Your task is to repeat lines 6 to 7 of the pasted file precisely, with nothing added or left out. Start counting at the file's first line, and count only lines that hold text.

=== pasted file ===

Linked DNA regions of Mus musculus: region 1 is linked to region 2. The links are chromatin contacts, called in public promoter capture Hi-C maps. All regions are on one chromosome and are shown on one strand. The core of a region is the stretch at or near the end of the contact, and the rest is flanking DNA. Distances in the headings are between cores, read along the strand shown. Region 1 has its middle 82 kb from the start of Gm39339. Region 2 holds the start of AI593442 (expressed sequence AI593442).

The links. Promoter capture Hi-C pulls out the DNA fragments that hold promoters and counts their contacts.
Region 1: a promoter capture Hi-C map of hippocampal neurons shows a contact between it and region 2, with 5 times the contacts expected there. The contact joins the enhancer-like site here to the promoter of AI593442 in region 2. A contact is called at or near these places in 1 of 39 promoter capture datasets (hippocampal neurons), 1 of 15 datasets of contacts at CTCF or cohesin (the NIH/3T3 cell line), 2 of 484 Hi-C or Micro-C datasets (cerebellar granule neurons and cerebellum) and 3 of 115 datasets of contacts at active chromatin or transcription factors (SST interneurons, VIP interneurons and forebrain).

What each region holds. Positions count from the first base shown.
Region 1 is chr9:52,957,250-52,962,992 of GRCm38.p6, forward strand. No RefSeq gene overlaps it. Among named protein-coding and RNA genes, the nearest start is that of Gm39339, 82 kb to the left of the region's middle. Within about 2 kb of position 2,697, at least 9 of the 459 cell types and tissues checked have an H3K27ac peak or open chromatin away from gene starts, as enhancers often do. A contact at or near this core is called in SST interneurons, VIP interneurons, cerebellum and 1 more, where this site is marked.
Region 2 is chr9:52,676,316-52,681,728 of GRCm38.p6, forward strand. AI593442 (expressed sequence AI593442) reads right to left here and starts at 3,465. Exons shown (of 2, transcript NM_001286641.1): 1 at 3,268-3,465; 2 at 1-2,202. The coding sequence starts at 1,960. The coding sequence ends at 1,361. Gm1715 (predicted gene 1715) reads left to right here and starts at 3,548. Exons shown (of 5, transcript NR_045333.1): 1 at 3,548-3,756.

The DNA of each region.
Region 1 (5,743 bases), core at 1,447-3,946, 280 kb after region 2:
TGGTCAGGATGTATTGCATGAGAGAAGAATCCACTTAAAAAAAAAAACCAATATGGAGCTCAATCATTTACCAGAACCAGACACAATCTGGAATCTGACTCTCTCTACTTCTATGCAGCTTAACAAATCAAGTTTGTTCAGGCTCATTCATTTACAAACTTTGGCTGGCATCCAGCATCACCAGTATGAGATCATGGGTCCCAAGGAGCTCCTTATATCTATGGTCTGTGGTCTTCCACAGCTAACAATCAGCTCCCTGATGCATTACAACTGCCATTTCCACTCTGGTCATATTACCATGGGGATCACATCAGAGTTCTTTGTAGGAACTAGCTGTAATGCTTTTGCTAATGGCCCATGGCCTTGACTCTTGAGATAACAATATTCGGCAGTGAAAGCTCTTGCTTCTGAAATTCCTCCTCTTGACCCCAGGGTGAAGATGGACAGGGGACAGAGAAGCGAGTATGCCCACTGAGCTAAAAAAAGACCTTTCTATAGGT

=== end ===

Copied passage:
Region 2 is chr9:52,676,316-52,681,728 of GRCm38.p6, forward strand. AI593442 (expressed sequence AI593442) reads right to left here and starts at 3,465. Exons shown (of 2, transcript NM_001286641.1): 1 at 3,268-3,465; 2 at 1-2,202. The coding sequence starts at 1,960. The coding sequence ends at 1,361. Gm1715 (predicted gene 1715) reads left to right here and starts at 3,548. Exons shown (of 5, transcript NR_045333.1): 1 at 3,548-3,756.

The DNA of each region.